Old Newspaper Articles from Capper’s Farmer: Farm Plans, Farming Crops, and a Tire Chain Advertisement

Take a look at agriculture news stories from the February 1929 issue of Capper’s Farmer.

| Early Spring 2016

  • This ad for Dreadnaught Tire Chains appeared in the February 1929 issue of Capper's Farmer.
    From Capper's Farmer Archives
  • The left image shows buildings that have just been completed on the farm of E.H. Spangler, Cass County, Nebraska, and the image on the right shows a poorly arranged farmstead with buildings in a bad state of repair. Both images appeared in the February 1929 issue of Capper's Farmer.
    From Capper's Farmer Archives
  • This is the farmstead plan of Alex Lind, Madison County, Nebraska, as published in the February 1929 issue of Capper's Farmer.
    From Capper's Farmer Archives
  • J.H. Kee of Muskogee County, Oklahoma, stands thigh deep in orchard grass. This photo appeared in the February 1929 issue of Capper's Farmer.
    From Capper's Farmer Archives

Farmstead Plans that Save Steps

By Ivan D. Wood

In Cass County, Nebraska, on the Omaha-Kansas City road, you may see a well-designed brick house placed on a rise of ground about 100 feet from the highway. It is the home of E.H. Spangler, and the latch string always is out to visitors. Visitors come because this place seems to invite them.

Should you drive into the yard, something would tell you that this farmstead is different from the usual run. It was carefully planned before a foundation was laid. Each building seems to be just suited to its location. Mr. Spangler spent many hours deciding what the arrangement should be. He had one advantage, however, which many do not have: He could start and build everything new.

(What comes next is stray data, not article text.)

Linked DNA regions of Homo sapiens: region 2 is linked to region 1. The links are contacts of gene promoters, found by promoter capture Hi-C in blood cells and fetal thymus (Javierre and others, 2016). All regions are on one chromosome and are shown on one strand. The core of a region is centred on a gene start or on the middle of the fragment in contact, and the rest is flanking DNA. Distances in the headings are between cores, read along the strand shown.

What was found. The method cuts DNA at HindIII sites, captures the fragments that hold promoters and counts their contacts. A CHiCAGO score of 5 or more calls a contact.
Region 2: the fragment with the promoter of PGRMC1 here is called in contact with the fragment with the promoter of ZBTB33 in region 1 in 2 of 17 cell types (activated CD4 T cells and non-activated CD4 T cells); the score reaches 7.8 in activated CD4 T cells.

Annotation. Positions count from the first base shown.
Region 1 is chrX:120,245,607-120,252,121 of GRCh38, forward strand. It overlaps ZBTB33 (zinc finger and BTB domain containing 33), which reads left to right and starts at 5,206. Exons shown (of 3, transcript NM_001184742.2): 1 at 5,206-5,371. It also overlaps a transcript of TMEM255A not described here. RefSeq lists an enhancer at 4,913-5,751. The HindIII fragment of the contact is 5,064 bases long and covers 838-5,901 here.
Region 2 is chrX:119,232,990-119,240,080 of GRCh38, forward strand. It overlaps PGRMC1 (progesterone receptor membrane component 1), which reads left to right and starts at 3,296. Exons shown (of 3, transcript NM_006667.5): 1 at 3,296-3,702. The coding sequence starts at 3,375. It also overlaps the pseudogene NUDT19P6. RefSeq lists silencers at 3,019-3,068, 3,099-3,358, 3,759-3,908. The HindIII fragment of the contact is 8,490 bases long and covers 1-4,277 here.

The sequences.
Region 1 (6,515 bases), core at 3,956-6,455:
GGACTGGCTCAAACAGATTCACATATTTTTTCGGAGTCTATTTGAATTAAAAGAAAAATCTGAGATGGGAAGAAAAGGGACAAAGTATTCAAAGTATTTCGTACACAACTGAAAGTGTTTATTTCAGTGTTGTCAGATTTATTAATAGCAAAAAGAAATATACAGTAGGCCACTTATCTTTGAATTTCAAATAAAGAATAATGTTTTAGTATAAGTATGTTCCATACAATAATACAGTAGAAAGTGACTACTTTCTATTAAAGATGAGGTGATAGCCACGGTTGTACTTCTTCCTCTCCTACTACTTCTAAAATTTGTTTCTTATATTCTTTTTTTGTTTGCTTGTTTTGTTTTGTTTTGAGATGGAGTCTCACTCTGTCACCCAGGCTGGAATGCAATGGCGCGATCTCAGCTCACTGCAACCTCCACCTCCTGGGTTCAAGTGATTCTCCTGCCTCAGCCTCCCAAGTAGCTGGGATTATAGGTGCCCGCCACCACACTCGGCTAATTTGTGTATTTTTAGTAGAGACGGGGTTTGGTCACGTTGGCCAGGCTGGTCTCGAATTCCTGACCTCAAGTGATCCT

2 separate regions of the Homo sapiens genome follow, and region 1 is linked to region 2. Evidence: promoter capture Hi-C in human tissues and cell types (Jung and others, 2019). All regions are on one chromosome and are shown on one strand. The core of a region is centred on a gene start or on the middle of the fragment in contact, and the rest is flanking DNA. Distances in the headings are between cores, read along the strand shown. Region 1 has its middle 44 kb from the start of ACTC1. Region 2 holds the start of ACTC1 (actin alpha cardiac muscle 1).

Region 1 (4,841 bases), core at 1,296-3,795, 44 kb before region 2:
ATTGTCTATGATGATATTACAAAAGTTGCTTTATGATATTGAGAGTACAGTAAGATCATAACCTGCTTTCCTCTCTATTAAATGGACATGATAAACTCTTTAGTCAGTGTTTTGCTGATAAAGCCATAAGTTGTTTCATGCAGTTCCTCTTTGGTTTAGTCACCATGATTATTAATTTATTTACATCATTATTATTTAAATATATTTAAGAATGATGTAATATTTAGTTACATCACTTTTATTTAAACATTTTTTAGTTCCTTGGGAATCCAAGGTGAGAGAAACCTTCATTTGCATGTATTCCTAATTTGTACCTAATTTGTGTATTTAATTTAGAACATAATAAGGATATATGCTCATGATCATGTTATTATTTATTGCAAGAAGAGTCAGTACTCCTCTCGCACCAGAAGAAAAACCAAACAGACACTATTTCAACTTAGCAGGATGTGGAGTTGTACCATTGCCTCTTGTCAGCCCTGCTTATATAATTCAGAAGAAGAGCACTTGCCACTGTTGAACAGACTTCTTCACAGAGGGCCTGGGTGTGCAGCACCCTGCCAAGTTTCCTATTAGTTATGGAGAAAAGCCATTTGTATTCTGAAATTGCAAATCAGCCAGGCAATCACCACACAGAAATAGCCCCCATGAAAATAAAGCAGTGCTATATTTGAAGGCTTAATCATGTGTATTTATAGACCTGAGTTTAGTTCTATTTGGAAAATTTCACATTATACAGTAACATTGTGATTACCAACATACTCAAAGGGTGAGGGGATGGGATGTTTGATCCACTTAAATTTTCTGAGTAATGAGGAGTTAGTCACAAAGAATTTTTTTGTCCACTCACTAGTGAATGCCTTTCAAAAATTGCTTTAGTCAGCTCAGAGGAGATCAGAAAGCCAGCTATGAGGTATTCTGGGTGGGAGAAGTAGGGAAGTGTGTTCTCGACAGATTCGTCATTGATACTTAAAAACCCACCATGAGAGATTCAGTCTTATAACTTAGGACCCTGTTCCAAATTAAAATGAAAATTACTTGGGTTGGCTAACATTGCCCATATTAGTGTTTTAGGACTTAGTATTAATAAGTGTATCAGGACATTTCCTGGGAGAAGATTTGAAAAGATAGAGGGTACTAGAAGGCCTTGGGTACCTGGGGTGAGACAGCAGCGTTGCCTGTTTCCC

Alex Lind, Madison, County, Nebraska, moved to a new place a year ago and found that he must have new buildings, but also must use some of the old ones.

Here was a problem which could not be solved in a minute. Leaving an old building here and there, yet working in a few new ones with lots, scales, stackyards and sheds, requires the most careful thinking and planning if a convenient unit is to result.

W.D. Glandon, Burt County, Nebraska, has spent odd times for more than a year working out a new plan for his building and yard arrangement. It is a splendid piece of work, too, and last summer he saw his dreams come true – new lots, new gates in the right place, and remodeled buildings which are convenient.



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